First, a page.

Tuesday, March 6, 2018

Thresholds of Time

by Susan Weinberg

There is a sixth dimension beyond what is known to man. It is a dimension as vast as space, and as timeless as infinity. It is the middle ground between light and shadow, and it lies between the pit of man’s fears, and the sunlight of his knowledge. This is the dimension of imagination.

Many of us grew up with this rather poetic statement from the Twilight Zone delivered in a timbre of voice that we can still hear in our mind. We’ve talked in the past about twilight as a liminal place, the space between day and night. In this passage it is defined as a place of imagination, perhaps a place of creativity engendering both fear and possibility.

Our discussion today focused on thresholds as they relate to time. The rabbi asked us what our favorite time of day was. Many defined that time relative to light, often preferring morning light or light at dusk. Some preferred early morning when no one else is around, perhaps when they could be most present to themselves without distractions. "When is night?" he asked as we sought to find that arbitrary moment that constituted night.

The concept of time thresholds is deeply embedded in Judaism to an extent I had not fully appreciated.  Times are detailed for the earliest use of tallit, the latest shema, afternoon prayers and of course when Shabbat begins. Today we can google this information, but what did they do before watches and clocks? When my watch was recently being repaired, I couldn’t go an hour without looking at that empty wrist. How did we determine time without an instrument, be it a watch or an iphone?

We turned our attention to the Talmud where we learned that twilight is called bein hashemashos, the time from sunset until three medium-sized stars appear. Since we don’t know whether this period belongs to day or night, we treat it conservatively and are not to light Shabbat candles during this time.

Halakhah, Jewish law, often sets the times when holidays begin or certain acts must occur. To this end they make use of the proportionate hour. The number of hours of light are divided by 12 to arrive at a proportional hour.

We turned our attention to our handout (Bameh Madlikin-Shabbat) where we discovered three measures of time in the ancient world. R’Yehuda tells us that bein hashemashos has arrived when the bottom of the sky has darkened, but not the top. When both are equivalent in color, night has arrived. R’Nechemyah proposes that after the sun sets, night arrives in the time it takes for a man to walk a half-mil, a Roman mile, which takes approximately 9 minutes. R’Yose asserts that it is in the blink of the eye and we cannot determine day from night. Rava tells us to light the Sabbath candles when the light is still visible above the palm trees. I assume time zone adjustments account for different trees of the region or we would be waiting a long time. On a cloudy day we are to look to the rooster or ravens or a wild gourd that bends towards the sun.  The natural world guides those without watch pieces.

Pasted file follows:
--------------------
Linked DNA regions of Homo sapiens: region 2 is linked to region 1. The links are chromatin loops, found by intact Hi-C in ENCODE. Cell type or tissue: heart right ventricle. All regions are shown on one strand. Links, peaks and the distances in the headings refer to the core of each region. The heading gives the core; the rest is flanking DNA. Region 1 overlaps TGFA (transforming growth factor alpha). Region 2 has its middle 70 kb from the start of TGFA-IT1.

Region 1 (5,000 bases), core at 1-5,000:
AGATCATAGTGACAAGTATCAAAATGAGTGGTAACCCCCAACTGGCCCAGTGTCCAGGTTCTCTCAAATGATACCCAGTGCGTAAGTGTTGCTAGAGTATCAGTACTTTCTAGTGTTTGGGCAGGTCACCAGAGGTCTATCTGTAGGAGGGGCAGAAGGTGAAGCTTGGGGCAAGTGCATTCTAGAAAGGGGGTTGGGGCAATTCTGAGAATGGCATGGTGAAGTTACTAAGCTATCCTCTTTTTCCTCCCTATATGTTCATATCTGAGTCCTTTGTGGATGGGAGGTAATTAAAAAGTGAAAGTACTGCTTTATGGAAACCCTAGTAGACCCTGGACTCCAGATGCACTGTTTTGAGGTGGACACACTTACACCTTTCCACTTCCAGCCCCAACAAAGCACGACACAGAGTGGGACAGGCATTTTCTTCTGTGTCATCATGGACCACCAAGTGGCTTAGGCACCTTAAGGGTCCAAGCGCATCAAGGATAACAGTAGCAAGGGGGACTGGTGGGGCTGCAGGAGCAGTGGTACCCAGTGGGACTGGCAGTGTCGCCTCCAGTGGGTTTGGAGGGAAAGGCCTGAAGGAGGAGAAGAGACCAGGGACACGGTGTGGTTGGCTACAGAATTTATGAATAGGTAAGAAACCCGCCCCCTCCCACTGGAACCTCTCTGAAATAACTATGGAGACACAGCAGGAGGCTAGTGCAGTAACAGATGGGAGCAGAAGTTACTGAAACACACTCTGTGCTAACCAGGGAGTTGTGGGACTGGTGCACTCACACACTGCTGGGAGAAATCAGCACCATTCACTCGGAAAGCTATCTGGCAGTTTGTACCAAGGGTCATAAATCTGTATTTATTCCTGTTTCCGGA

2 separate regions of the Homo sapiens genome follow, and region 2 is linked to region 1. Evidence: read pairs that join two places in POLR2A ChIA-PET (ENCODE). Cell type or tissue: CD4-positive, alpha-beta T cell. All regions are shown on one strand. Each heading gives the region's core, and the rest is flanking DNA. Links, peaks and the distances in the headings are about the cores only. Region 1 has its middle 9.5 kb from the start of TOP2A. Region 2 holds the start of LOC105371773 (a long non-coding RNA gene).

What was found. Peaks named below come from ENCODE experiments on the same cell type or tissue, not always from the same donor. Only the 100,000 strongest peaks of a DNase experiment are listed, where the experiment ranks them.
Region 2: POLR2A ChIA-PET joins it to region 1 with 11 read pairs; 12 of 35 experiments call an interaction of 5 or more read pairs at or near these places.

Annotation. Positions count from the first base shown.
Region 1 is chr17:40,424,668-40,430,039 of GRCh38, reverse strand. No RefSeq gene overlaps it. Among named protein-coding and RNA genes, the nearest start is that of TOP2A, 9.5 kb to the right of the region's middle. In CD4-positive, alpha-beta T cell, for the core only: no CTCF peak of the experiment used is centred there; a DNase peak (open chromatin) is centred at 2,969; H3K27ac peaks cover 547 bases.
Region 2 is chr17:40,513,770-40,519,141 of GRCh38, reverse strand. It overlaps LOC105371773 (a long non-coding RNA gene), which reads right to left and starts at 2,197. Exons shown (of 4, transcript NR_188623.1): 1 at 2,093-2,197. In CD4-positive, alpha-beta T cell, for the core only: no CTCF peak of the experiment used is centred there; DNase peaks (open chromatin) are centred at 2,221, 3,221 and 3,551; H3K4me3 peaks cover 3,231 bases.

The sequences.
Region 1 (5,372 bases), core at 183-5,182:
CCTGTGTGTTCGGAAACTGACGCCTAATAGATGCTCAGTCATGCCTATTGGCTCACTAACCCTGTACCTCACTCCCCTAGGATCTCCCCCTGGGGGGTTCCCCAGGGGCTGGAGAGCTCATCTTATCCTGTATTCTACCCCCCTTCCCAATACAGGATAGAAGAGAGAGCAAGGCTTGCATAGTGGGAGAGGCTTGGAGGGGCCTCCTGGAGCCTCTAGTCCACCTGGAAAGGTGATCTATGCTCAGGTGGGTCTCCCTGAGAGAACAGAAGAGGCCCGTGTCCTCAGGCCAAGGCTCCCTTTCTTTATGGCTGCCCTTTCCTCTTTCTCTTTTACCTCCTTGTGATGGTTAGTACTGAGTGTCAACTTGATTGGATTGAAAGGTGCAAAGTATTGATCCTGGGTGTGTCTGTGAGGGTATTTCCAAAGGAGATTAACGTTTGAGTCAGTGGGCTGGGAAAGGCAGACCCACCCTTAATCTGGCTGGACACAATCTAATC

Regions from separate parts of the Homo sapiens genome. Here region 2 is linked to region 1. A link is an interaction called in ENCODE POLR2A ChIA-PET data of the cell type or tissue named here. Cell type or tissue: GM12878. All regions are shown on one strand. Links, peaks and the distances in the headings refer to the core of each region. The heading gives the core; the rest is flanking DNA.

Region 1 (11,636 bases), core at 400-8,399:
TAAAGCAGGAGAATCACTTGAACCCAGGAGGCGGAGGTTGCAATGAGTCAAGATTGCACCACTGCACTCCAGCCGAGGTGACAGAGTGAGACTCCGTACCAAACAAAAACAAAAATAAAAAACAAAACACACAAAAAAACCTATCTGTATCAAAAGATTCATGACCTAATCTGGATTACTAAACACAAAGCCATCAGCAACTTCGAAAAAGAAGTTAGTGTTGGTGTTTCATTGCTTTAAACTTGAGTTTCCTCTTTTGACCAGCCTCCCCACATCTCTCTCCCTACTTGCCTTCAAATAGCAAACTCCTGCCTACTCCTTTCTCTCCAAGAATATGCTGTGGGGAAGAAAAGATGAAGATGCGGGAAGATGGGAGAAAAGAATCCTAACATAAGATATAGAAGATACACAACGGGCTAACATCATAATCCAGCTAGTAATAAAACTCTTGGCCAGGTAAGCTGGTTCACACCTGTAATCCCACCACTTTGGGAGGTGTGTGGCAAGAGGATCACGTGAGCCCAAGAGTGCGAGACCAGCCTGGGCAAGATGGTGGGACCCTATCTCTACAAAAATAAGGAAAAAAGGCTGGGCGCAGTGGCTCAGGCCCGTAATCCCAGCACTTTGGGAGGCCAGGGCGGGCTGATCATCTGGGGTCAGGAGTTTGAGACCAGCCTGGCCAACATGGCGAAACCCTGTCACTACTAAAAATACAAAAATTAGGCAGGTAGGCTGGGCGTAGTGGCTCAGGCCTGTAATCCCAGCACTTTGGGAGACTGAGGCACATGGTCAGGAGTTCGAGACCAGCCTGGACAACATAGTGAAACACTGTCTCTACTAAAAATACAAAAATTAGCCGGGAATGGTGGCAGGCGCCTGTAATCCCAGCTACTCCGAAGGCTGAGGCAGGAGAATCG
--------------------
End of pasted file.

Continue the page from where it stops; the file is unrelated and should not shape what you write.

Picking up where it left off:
The Pirkei Avot 5:10 teaches that ten things were created on the eve of the first Shabbat at twilight, a time of ultimate potentiality. Each contributes to significant transitional moments in our history.  There is the mouth of the earth, the well and the donkey, the rainbow, manna and Moshe’s staff, the worm that helped build the temple, letters, writing and the tablets of the ten Commandments, Moshe’s burial place, Abraham’s ram and some say the tongs that made tongs. It is as if a writer mapped out all their plot points prior to creating their story. (handout-Halakic-Times)

We concluded with two thought-provoking poems on the theme of time, A Man in His Life by Yehuda Amichai and A Prayer for Twilight by Devon Spier.(handout-Halakic-Times)  The rabbi left us with a question to consider. What is the bein hashemashos for us as artists when we find creative inspiration?

The second part of our discussion was artist-led. Noam Sienna explored the threshold between art and scholarship, a place where he resides. Noam spoke of how each area informs the other through a feedback loop. He spoke of how he grew up in that world as both of his parents are engaged in art and scholarship. It was a short step for Noam to focus on the bridge that connects these two areas. By making his own paints and cutting his own quills, he felt that he developed deeper insight into his understanding of manuscript creation. He shared with us some of his work on micrography and his re-creation of damaged ketubot. Rather than passing through the threshold to a new world, Noam lives between two worlds drawing from both of them.

Sarah Routman led the second part of the hour with an exploration of the broken heart. Sarah’s training is in photography and creative writing. A divorce after 34 years, caused her to consider the threshold of being broken and how we reassemble ourselves after being broken. She introduced us to an exercise where we were to select a heart that she had created out of various found materials. We were asked to write of a time we felt broken, then break the heart. I struggled with two pliers, ultimately cracking my heart in two. We then were given an opportunity to mend it. While hoping to wrap mine in wire into a thing of beauty, my heart had other desires and kept splitting apart. Finally I sheathed it in a fishnet bag, a figurative net under its fall in this world to capture its broken pieces.  I found myself hearkening back to a line in the poem by Spier that seemed quite appropriate to our task, “And the fall and climb out of the breach, that break us and assemble us whole in the same breath.”